How To Capitalize On Other People’s MistakesPosted: January 2, 2013
We had a MAJOR catastrophe at work last week.
A MAJORLY STUPID catastrophe.
We received some data that we needed on a hard drive but we couldn’t get the data off the drive. The data arrived later than promised, so the fact that we couldn’t access the data once we got it was a big deal. At least, a big deal in my little world.
Meanwhile I was on vacation because it snowed 30 inches and my boss knows that whenever it snows I do not come to work (because I’m skier… not because I… melt, or anything like that).
My database guy emailed the team who sent us the hard drive and told them that they sent us the wrong kind of drive, which made everyone start arguing and pointing fingers instead of actually trying to solve the problem. This was great for my dad because every time I got a new email I got so pissed off that I went outside and shoveled all the snow off the deck.
About 3,000 emails later it was determined that the reason we couldn’t access the data was because we didn’t have the right adapter for the hard drive. We were supposed to have it. But my database guy didn’t realize that we needed it and loaned it to someone else, and we couldn’t track it down because it’s two days before Christmas and normal people are smart enough not to get tangled up in this kind of unnecessary drama when they’re on vacation. The fact that I could now focus on fixing the problem SHOULD have been all that mattered, but I’m not very mature; it pissed me off that in the end it was my guys who had made the mistake.
So, I had a cocktail (the kind you can drink all in one sip) and went outside to shovel the deck again but there wasn’t any more snow on it so I shoveled the neighbor’s deck. Then I came back inside and ended the email chain by taking responsibility for the problem and saying that I’d fix it. Then I laid down on the couch and thought about what my neighbors would think about the stellar shoveling job I did on their deck. I hoped that they would think I did it out of the kindness of my heart and Christmas spirit, because I liked the idea of getting credit for having Christmas spirit without actually having to muster up the energy to have any. Then I had another cocktail.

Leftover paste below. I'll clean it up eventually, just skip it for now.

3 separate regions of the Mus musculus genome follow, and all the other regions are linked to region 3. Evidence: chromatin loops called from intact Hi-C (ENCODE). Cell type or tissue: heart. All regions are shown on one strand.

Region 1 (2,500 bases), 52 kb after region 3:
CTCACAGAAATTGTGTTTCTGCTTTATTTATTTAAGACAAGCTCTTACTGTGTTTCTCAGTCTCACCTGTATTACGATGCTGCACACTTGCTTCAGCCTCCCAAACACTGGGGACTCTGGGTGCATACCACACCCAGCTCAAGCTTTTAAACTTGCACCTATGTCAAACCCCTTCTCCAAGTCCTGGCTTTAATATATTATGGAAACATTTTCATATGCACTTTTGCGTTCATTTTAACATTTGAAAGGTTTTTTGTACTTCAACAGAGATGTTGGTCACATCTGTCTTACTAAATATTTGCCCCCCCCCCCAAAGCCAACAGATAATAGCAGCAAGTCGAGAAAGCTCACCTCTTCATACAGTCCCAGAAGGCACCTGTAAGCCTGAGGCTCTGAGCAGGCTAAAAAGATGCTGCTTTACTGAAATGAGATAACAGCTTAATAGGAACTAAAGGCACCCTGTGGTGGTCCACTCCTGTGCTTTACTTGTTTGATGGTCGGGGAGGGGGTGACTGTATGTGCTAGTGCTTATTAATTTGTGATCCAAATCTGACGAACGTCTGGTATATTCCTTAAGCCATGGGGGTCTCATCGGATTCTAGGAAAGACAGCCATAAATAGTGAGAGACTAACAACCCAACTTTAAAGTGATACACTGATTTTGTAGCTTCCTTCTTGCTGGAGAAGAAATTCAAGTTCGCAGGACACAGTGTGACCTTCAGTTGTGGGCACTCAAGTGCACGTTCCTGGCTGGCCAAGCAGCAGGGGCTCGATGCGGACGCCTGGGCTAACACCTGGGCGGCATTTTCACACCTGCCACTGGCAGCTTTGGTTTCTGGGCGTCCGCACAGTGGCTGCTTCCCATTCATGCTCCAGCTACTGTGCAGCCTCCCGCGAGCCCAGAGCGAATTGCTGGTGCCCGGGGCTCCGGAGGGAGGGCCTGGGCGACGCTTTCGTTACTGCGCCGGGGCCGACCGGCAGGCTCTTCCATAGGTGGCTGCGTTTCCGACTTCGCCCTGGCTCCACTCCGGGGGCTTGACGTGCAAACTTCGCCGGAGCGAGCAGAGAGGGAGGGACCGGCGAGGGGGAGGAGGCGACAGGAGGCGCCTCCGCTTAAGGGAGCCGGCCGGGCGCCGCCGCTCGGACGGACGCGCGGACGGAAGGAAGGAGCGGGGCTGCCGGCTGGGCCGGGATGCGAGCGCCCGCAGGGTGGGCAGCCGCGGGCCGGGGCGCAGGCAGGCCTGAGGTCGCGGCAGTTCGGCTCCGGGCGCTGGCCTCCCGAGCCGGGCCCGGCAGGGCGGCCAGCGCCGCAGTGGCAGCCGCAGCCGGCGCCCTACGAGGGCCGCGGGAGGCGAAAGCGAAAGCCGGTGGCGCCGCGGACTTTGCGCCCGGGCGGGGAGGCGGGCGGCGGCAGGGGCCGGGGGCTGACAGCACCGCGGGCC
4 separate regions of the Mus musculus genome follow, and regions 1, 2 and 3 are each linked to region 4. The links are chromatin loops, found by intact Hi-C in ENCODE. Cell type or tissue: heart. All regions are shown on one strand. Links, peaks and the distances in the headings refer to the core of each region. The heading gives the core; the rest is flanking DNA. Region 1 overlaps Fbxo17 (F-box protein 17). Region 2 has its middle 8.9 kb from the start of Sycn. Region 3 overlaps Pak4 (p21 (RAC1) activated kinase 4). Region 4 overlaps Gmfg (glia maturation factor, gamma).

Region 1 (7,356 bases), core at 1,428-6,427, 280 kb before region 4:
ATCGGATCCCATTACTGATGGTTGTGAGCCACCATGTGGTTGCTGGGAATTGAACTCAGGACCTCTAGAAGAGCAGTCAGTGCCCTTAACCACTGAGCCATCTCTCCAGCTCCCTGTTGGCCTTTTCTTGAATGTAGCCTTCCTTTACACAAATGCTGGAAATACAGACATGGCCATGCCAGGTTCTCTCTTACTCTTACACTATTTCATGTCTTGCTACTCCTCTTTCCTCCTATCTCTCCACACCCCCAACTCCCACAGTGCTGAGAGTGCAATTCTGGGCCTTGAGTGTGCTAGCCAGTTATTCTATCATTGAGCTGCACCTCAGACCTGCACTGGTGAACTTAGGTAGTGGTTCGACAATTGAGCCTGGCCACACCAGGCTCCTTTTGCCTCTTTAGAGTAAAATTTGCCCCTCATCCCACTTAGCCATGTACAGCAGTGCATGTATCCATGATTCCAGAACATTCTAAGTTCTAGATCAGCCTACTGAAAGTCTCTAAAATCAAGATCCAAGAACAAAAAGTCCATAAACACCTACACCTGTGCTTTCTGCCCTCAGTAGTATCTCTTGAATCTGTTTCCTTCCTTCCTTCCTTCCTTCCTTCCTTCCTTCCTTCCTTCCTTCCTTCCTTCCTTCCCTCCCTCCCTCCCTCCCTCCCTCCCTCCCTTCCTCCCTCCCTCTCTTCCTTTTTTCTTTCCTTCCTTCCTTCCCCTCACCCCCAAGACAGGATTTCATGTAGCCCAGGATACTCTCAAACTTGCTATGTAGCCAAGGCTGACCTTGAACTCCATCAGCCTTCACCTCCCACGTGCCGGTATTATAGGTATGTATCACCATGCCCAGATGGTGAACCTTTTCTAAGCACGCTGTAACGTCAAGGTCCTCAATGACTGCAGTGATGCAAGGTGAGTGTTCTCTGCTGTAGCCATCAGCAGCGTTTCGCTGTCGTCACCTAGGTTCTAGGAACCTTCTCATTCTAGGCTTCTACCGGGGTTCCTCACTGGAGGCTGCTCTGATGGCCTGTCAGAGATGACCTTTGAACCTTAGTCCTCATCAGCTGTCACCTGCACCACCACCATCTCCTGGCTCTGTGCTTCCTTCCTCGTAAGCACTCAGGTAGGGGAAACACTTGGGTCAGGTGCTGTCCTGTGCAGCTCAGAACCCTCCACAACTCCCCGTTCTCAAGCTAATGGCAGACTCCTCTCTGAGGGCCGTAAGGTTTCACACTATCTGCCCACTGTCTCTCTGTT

Two days later when I got back to the office I tracked down the hard drive, did 5 minutes of Googling, ordered a $20 part on Amazon, paid $3.99 for overnight shipping, and 24 hours later the problem was solved.
As frustrating as it is to work with people who create unnecessary problems, it can also work to your advantage… when other people screw up, it gives you an opportunity to solve a problem. I didn’t do anything particularly impressive, but I did do something that nobody else did… I made the crisis go away.
At the end of the day, I think that’s all people will remember.